Allegory of Spring Mantel Clock, Louis XVI period
Xavier Gide (1737- after 1789),
reçu maître horloger parisien le 27 septembre 1762
Rare Gilt Bronze and White Marble Mantel Clock "Allegory of Spring"
Paris, Louis XVI period, circa 1775-1780
Height 58 cm; width 34.5 cm; depth 20 cm
The enamel dial, signed Gide à Paris, features Roman hour numerals, Arabic minutes and the date; it is fitted in a delicately fluted white marble column which rests on a square plinth with a finely chiselled gilt bronze plaque depicting astronomer cupids; the bezel is decorated with a stylised frieze. The clock is surmounted by a flower vase from whose handles hang garlands of flowers and roses that are grasped by two elegant classically-robed young women on either side of the dial; they represent allegories of the Spring. The stepped base features a decorative trophy with a leaf garland and a lyre; the lower portion of the base is adorned with a leaf frieze.
The elegant design of this clock, and in particular its two graceful female figures, appear to have been inspired by the work of eminent contemporary Parisian sculptors such as Etienne-Maurice Falconet (1716-1791), who often used allegorical representations (see the exhibition catalogue "Falconet à Sèvres ou l’art de plaire 1757-1766", RMN, Paris, 2001). Only a few such clocks are known today, all presenting variations. One, whose dial is signed Lepaute, is illustrated in Tardy, La pendule française, 2ème Partie: du Louis XVI à nos jours, Paris, 1975, p. 257; a second, with dial signed Guydamour à Paris, was featured in the 1900 catalogue of the Exposition rétrospective de l’Art français des origines à 1800 (published by the Librairie des Beaux-Arts under the direction of Emile Molinier); a third, with dial signed Charles Dutertre à Paris, is in Paris’ Nissim de Camondo Museum, where it is displayed on the mantel of the Count de Camondo’s Petit bureau de travail (illustrated in S. Legrand-Rossi, Le mobilier du musée Nissim de Camondo, Editions Faton, Dijon, 2012, p. 27).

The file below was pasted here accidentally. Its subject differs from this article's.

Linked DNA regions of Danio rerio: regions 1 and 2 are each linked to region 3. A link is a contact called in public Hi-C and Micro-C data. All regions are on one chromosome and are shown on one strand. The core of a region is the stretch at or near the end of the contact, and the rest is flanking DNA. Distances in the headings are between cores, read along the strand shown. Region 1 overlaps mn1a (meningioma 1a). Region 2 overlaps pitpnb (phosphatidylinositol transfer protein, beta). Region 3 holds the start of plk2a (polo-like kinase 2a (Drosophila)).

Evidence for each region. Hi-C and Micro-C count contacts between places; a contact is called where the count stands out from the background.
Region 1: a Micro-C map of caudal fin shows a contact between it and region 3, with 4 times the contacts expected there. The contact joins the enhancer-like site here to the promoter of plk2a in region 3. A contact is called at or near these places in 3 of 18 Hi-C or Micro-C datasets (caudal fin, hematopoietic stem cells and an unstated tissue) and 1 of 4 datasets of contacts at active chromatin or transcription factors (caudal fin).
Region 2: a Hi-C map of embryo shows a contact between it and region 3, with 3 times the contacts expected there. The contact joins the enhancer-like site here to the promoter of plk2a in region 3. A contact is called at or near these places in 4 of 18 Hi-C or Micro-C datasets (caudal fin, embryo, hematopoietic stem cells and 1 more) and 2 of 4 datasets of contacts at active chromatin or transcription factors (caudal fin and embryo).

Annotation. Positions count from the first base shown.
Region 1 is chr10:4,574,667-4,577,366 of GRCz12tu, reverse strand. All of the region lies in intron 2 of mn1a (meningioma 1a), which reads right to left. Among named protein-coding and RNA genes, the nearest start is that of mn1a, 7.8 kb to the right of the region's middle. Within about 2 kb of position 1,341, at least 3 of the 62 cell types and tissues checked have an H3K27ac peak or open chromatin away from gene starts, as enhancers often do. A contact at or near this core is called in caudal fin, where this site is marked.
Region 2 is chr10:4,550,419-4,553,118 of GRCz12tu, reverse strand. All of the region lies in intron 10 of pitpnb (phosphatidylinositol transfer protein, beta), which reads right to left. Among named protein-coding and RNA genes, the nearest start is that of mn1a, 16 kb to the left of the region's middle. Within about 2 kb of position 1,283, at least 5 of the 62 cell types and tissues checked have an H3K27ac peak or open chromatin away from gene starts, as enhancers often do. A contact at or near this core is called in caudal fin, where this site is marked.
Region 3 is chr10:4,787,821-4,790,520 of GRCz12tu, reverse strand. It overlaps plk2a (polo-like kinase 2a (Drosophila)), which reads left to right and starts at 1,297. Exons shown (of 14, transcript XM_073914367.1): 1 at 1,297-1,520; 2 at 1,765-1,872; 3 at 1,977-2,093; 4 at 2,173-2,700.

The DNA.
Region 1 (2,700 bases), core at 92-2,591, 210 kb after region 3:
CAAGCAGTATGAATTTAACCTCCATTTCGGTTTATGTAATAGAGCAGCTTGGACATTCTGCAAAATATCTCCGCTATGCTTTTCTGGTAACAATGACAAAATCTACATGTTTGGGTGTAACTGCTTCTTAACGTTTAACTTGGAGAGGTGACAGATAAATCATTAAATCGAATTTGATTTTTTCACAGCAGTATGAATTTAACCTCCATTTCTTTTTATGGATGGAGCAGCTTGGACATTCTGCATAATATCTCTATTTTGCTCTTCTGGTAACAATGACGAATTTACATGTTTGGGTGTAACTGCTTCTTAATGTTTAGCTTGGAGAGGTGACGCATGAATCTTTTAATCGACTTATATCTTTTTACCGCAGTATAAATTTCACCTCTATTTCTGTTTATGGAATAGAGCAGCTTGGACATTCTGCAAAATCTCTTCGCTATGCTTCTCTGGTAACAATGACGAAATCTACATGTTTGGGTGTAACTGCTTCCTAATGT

Xavier Gide, a Parisian clockmaker who served his apprenticeship under François Gervais and Pierre de Monchanin. Made a master in 1762, his workshop was in the rue Saint-Louis from 1762 to 1787, and as of 1788, in the Quai de l’Horloge. Particularly renowned for his watchcases, he also made complete watches, as well as a few clocks, all of which testify to his remarkable skill. A partner of Breguet from 1775 to 1791, he was widely reputed and regularly worked with horologists such as Gustave-Adolphe Adamson, Pierre III Le Roy and Jacques-Pierre-Thomas Bréant. Today his work is found in large international museums, including the Musée des Arts Décoratifs and the Louvre Museum in Paris, and the Mathematisch-Physikalischer Salon in Dresden.